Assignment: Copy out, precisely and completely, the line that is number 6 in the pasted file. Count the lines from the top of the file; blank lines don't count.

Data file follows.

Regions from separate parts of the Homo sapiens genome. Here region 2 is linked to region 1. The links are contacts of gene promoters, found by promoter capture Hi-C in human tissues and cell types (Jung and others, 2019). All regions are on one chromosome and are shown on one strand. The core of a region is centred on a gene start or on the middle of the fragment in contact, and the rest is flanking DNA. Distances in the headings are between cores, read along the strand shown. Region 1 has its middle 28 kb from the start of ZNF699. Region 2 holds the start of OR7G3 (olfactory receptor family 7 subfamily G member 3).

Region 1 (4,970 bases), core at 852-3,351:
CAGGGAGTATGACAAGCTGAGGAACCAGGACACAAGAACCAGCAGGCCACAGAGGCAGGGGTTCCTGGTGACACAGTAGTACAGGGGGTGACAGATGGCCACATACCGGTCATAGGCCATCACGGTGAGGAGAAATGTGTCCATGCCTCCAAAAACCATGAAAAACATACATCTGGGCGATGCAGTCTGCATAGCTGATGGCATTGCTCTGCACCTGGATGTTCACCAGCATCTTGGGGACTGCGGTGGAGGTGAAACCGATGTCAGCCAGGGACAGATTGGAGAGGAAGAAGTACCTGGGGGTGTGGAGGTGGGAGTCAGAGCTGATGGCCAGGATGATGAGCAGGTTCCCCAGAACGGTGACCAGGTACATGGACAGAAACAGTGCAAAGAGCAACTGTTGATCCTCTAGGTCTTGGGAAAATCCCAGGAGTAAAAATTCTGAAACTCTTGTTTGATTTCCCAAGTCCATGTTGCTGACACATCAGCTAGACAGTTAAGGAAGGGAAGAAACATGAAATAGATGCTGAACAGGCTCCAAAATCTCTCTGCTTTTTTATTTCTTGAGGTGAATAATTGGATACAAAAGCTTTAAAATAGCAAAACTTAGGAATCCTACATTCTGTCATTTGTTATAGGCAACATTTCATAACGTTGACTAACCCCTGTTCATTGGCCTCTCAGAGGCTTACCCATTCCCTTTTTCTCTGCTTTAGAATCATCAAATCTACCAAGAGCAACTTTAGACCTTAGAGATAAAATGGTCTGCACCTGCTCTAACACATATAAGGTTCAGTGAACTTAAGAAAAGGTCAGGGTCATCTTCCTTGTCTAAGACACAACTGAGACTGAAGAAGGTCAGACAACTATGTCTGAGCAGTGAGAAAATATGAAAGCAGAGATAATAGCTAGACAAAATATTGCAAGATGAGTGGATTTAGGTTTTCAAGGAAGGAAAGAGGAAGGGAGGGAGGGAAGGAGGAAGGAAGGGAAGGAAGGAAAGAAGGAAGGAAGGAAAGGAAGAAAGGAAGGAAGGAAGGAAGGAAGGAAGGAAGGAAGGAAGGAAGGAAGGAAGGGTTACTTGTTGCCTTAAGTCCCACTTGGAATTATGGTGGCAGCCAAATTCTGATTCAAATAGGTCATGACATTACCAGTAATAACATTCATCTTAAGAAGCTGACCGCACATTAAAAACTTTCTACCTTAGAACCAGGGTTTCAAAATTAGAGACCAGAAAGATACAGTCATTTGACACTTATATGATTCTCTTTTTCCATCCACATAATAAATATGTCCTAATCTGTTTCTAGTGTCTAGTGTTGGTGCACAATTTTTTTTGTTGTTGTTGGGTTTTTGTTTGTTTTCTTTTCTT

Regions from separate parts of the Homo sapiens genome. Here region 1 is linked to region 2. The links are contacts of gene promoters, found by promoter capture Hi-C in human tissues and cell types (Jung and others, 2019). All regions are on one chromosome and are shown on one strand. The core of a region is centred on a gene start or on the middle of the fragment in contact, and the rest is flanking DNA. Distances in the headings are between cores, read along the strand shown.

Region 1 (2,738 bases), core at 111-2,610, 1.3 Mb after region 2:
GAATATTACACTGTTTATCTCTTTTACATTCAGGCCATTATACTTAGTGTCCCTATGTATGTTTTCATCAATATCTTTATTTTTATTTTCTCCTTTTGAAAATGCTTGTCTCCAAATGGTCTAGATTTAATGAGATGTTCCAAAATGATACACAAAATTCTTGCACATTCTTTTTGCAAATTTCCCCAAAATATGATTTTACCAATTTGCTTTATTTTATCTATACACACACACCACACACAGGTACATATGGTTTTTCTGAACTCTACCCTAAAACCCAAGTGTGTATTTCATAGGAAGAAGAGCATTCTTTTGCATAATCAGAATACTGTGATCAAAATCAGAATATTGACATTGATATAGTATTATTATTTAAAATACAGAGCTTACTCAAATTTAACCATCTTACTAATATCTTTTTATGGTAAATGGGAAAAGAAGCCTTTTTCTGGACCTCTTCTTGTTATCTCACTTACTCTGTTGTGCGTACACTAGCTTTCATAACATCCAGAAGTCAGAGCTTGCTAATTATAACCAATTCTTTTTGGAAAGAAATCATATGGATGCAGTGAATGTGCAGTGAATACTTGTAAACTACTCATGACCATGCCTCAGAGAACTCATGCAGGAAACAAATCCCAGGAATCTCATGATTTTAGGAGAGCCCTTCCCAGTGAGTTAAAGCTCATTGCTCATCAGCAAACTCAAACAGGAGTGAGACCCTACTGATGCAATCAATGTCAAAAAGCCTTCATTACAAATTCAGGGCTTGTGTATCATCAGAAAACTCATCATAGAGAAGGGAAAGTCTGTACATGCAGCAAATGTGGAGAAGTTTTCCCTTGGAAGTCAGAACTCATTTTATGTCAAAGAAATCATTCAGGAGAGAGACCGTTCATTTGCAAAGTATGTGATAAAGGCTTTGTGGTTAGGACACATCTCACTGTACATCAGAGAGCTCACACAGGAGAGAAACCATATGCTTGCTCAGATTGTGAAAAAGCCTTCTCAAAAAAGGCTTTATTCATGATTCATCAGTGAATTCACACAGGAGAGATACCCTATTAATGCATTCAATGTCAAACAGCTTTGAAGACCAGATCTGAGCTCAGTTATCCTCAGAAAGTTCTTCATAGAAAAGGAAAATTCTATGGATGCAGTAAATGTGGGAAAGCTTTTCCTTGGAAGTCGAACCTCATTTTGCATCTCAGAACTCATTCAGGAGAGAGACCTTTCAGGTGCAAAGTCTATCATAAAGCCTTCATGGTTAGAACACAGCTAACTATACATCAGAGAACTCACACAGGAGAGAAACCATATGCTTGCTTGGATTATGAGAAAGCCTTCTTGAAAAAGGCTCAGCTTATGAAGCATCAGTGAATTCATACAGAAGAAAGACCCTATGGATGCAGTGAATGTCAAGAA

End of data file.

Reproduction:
GAATATTACACTGTTTATCTCTTTTACATTCAGGCCATTATACTTAGTGTCCCTATGTATGTTTTCATCAATATCTTTATTTTTATTTTCTCCTTTTGAAAATGCTTGTCTCCAAATGGTCTAGATTTAATGAGATGTTCCAAAATGATACACAAAATTCTTGCACATTCTTTTTGCAAATTTCCCCAAAATATGATTTTACCAATTTGCTTTATTTTATCTATACACACACACCACACACAGGTACATATGGTTTTTCTGAACTCTACCCTAAAACCCAAGTGTGTATTTCATAGGAAGAAGAGCATTCTTTTGCATAATCAGAATACTGTGATCAAAATCAGAATATTGACATTGATATAGTATTATTATTTAAAATACAGAGCTTACTCAAATTTAACCATCTTACTAATATCTTTTTATGGTAAATGGGAAAAGAAGCCTTTTTCTGGACCTCTTCTTGTTATCTCACTTACTCTGTTGTGCGTACACTAGCTTTCATAACATCCAGAAGTCAGAGCTTGCTAATTATAACCAATTCTTTTTGGAAAGAAATCATATGGATGCAGTGAATGTGCAGTGAATACTTGTAAACTACTCATGACCATGCCTCAGAGAACTCATGCAGGAAACAAATCCCAGGAATCTCATGATTTTAGGAGAGCCCTTCCCAGTGAGTTAAAGCTCATTGCTCATCAGCAAACTCAAACAGGAGTGAGACCCTACTGATGCAATCAATGTCAAAAAGCCTTCATTACAAATTCAGGGCTTGTGTATCATCAGAAAACTCATCATAGAGAAGGGAAAGTCTGTACATGCAGCAAATGTGGAGAAGTTTTCCCTTGGAAGTCAGAACTCATTTTATGTCAAAGAAATCATTCAGGAGAGAGACCGTTCATTTGCAAAGTATGTGATAAAGGCTTTGTGGTTAGGACACATCTCACTGTACATCAGAGAGCTCACACAGGAGAGAAACCATATGCTTGCTCAGATTGTGAAAAAGCCTTCTCAAAAAAGGCTTTATTCATGATTCATCAGTGAATTCACACAGGAGAGATACCCTATTAATGCATTCAATGTCAAACAGCTTTGAAGACCAGATCTGAGCTCAGTTATCCTCAGAAAGTTCTTCATAGAAAAGGAAAATTCTATGGATGCAGTAAATGTGGGAAAGCTTTTCCTTGGAAGTCGAACCTCATTTTGCATCTCAGAACTCATTCAGGAGAGAGACCTTTCAGGTGCAAAGTCTATCATAAAGCCTTCATGGTTAGAACACAGCTAACTATACATCAGAGAACTCACACAGGAGAGAAACCATATGCTTGCTTGGATTATGAGAAAGCCTTCTTGAAAAAGGCTCAGCTTATGAAGCATCAGTGAATTCATACAGAAGAAAGACCCTATGGATGCAGTGAATGTCAAGAA